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Dynamic mobility of surfactant-stabilized nano-drops: unifying equilibrium thermodynamics, electrokinetics and Marangoni effects

Published online by Cambridge University Press:  18 May 2020

Reghan J. Hill*
Affiliation:
Department of Chemical Engineering, McGill University, 3610 University Street, Montreal, H3A 0C5, Canada
Gbolahan Afuwape
Affiliation:
Department of Chemical Engineering, McGill University, 3610 University Street, Montreal, H3A 0C5, Canada
*
Email address for correspondence: reghan.hill@mcgill.ca

Abstract

A theoretical analysis of the dynamic electrophoretic mobility of surfactant-stabilized nano-drops is undertaken. Whereas the theory for rigid spherical nanoparticles is well developed, its application to nano-drops is questionable due to fluid mobility of the interface and of the surfactant molecules adsorbed there. At zero frequency, small drops with surface impurities are well known to behave as rigid spheres due to concentration-gradient-induced Marangoni stresses. However, at the megahertz frequencies of electroacoustic (and other spectral-based) diagnostics, the interfacial concentration gradients are dynamic, coupling electromigration, advection and diffusion fluxes. This study addresses a parameter space that is relevant to anionic-surfactant-stabilized oil–water emulsions, using sodium-dodecylsulfate-stabilized hexadecane as a specific example. The drop size is several hundred nanometres, much larger than the diffuse-layer thickness, thus motivating thin-double-layer approximations. The theory demonstrates that fluid mobility and fluctuating Marangoni stresses can have a profound influence on the magnitude and phase of the dynamic mobility. We show that the drop interface transits from a rigid/immobile one at low frequency to a fluid one at high frequency. The model unifies electrokinetics and equilibrium interfacial thermodynamics. Therefore, with knowledge of how the interfacial tension varies with electrolyte composition (oil, surfactant and added salt concentrations), the particle radius might be adopted as the primary fitting parameter (rather than the customary $\unicode[STIX]{x1D701}$-potential) from an experimental measure of the dynamic mobility. This theory is general enough that it might be applied to aerosols and bubbly dispersions (at sufficiently high frequencies).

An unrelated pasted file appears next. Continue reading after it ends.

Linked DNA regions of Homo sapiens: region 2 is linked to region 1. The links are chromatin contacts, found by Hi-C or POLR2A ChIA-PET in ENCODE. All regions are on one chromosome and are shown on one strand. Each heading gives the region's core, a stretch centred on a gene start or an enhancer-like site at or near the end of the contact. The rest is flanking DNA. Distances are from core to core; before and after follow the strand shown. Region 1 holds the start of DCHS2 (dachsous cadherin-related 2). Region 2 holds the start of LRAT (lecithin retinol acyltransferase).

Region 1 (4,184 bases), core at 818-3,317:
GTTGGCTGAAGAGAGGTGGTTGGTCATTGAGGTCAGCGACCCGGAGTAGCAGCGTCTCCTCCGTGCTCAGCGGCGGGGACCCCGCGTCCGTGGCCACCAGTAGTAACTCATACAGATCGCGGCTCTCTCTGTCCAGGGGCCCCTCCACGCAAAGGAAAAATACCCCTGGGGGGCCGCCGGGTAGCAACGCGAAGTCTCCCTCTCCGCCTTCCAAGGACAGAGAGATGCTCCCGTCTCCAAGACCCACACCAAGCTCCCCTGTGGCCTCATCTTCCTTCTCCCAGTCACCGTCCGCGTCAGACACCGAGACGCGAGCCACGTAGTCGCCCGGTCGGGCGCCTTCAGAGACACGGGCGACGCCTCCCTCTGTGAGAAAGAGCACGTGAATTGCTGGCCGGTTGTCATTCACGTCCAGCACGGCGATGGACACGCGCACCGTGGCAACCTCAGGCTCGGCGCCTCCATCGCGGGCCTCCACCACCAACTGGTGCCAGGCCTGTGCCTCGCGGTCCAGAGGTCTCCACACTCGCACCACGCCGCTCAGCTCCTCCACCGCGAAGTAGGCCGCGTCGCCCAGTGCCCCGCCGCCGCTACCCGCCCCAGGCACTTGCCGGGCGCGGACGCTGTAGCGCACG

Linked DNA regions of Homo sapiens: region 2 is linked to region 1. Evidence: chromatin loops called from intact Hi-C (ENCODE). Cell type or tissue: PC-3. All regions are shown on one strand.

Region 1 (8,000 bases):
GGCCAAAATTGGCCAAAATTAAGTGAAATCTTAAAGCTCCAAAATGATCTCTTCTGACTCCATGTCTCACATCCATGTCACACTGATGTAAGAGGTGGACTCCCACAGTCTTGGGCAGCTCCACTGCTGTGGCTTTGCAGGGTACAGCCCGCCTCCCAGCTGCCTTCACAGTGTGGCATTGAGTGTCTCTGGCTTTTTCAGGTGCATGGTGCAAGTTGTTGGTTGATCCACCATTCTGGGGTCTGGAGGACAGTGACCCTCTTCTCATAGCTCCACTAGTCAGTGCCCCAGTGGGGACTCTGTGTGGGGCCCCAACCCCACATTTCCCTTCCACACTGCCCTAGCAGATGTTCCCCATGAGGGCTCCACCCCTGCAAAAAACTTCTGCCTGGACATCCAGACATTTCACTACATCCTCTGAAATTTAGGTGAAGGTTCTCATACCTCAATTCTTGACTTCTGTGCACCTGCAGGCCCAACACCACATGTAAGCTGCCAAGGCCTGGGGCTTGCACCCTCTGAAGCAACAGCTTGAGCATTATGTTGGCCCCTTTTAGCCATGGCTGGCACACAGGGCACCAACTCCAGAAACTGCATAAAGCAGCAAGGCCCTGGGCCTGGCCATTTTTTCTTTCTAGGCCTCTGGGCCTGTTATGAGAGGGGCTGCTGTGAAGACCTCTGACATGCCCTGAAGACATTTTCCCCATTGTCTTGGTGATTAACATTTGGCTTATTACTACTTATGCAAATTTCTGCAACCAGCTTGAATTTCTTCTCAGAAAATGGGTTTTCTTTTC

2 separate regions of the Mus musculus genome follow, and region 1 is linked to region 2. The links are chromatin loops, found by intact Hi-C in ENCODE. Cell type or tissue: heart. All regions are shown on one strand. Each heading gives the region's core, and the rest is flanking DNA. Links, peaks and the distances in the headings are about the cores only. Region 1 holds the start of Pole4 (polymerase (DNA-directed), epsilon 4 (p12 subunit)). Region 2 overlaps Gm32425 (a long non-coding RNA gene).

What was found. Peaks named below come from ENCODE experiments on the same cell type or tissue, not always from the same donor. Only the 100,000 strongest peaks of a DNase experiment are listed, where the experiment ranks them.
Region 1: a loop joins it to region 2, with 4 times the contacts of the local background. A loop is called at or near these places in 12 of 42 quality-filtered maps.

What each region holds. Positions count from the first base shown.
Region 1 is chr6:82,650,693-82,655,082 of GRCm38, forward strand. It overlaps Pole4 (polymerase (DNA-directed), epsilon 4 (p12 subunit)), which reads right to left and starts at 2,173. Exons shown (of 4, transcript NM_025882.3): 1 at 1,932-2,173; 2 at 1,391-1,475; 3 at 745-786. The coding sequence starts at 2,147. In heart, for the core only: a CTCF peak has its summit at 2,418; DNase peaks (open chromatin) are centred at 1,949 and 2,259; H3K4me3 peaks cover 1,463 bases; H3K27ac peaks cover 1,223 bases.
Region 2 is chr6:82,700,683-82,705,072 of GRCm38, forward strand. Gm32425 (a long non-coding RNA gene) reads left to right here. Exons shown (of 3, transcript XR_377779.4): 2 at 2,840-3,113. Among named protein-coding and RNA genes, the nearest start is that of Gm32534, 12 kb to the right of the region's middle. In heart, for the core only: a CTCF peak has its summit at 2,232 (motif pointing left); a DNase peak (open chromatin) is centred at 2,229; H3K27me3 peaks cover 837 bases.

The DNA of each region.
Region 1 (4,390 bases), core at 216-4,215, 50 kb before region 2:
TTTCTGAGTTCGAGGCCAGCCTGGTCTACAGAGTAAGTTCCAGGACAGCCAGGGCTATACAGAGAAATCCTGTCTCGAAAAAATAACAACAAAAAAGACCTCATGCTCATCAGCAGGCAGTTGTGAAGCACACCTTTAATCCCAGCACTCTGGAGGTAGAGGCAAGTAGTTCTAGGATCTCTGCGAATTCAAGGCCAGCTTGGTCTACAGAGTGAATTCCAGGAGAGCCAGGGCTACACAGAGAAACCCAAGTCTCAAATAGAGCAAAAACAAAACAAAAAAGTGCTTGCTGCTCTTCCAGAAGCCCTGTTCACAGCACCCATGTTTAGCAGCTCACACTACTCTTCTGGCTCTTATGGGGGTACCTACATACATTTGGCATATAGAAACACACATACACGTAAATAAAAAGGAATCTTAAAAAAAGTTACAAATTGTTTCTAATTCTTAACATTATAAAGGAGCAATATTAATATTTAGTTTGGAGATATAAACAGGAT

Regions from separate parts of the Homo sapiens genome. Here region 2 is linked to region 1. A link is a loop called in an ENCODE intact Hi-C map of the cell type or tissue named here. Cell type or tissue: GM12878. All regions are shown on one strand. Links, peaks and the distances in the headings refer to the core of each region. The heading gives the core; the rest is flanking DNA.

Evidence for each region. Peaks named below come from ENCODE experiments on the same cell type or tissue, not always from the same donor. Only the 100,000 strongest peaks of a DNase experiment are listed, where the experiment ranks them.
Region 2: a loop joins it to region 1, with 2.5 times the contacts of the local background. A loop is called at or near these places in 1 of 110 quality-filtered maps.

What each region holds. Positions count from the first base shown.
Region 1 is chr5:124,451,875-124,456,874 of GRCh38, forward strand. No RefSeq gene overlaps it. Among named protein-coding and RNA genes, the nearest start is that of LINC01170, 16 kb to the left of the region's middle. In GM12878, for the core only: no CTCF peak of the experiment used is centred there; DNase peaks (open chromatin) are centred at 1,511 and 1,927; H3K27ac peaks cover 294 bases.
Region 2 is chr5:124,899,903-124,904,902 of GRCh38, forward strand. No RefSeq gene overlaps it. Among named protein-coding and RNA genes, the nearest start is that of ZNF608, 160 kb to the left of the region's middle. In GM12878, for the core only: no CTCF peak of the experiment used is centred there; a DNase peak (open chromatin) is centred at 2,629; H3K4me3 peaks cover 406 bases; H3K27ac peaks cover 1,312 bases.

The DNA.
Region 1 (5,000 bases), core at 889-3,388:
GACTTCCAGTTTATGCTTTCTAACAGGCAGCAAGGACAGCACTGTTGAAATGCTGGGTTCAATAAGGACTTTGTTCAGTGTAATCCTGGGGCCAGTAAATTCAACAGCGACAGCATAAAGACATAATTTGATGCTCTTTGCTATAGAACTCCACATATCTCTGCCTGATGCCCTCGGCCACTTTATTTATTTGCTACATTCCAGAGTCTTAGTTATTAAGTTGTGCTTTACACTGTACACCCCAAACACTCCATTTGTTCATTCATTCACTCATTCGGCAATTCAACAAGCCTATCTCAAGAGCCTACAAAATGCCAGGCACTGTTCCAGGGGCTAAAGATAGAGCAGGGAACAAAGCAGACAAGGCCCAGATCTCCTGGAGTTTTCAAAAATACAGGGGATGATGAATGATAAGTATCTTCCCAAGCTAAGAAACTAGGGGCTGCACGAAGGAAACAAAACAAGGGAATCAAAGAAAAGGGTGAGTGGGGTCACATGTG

Type
JFM Papers
Copyright
© The Author(s), 2020. Published by Cambridge University Press

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